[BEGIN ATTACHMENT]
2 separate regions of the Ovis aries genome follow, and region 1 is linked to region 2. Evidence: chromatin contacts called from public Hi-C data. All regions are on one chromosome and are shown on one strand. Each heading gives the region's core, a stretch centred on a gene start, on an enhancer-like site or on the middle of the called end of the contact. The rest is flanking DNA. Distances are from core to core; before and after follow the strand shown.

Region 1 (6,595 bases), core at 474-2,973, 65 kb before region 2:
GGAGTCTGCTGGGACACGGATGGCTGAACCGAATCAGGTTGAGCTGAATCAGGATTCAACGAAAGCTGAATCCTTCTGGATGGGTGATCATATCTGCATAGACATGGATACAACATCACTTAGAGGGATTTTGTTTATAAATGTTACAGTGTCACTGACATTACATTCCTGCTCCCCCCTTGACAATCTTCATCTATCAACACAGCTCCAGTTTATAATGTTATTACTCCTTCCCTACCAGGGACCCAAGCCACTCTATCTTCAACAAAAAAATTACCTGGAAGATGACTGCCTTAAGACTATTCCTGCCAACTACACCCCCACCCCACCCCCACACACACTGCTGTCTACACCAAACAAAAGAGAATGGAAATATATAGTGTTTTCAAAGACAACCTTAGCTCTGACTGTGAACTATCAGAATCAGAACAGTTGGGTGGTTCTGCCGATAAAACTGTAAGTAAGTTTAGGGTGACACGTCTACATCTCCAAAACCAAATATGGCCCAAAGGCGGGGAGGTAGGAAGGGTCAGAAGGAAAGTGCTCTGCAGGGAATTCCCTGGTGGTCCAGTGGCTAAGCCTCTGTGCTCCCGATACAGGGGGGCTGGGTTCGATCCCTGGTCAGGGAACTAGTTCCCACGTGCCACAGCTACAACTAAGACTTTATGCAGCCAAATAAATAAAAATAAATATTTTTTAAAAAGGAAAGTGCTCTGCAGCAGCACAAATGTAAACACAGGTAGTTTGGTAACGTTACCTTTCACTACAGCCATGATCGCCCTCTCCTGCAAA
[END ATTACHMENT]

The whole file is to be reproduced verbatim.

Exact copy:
2 separate regions of the Ovis aries genome follow, and region 1 is linked to region 2. Evidence: chromatin contacts called from public Hi-C data. All regions are on one chromosome and are shown on one strand. Each heading gives the region's core, a stretch centred on a gene start, on an enhancer-like site or on the middle of the called end of the contact. The rest is flanking DNA. Distances are from core to core; before and after follow the strand shown.

Region 1 (6,595 bases), core at 474-2,973, 65 kb before region 2:
GGAGTCTGCTGGGACACGGATGGCTGAACCGAATCAGGTTGAGCTGAATCAGGATTCAACGAAAGCTGAATCCTTCTGGATGGGTGATCATATCTGCATAGACATGGATACAACATCACTTAGAGGGATTTTGTTTATAAATGTTACAGTGTCACTGACATTACATTCCTGCTCCCCCCTTGACAATCTTCATCTATCAACACAGCTCCAGTTTATAATGTTATTACTCCTTCCCTACCAGGGACCCAAGCCACTCTATCTTCAACAAAAAAATTACCTGGAAGATGACTGCCTTAAGACTATTCCTGCCAACTACACCCCCACCCCACCCCCACACACACTGCTGTCTACACCAAACAAAAGAGAATGGAAATATATAGTGTTTTCAAAGACAACCTTAGCTCTGACTGTGAACTATCAGAATCAGAACAGTTGGGTGGTTCTGCCGATAAAACTGTAAGTAAGTTTAGGGTGACACGTCTACATCTCCAAAACCAAATATGGCCCAAAGGCGGGGAGGTAGGAAGGGTCAGAAGGAAAGTGCTCTGCAGGGAATTCCCTGGTGGTCCAGTGGCTAAGCCTCTGTGCTCCCGATACAGGGGGGCTGGGTTCGATCCCTGGTCAGGGAACTAGTTCCCACGTGCCACAGCTACAACTAAGACTTTATGCAGCCAAATAAATAAAAATAAATATTTTTTAAAAAGGAAAGTGCTCTGCAGCAGCACAAATGTAAACACAGGTAGTTTGGTAACGTTACCTTTCACTACAGCCATGATCGCCCTCTCCTGCAAA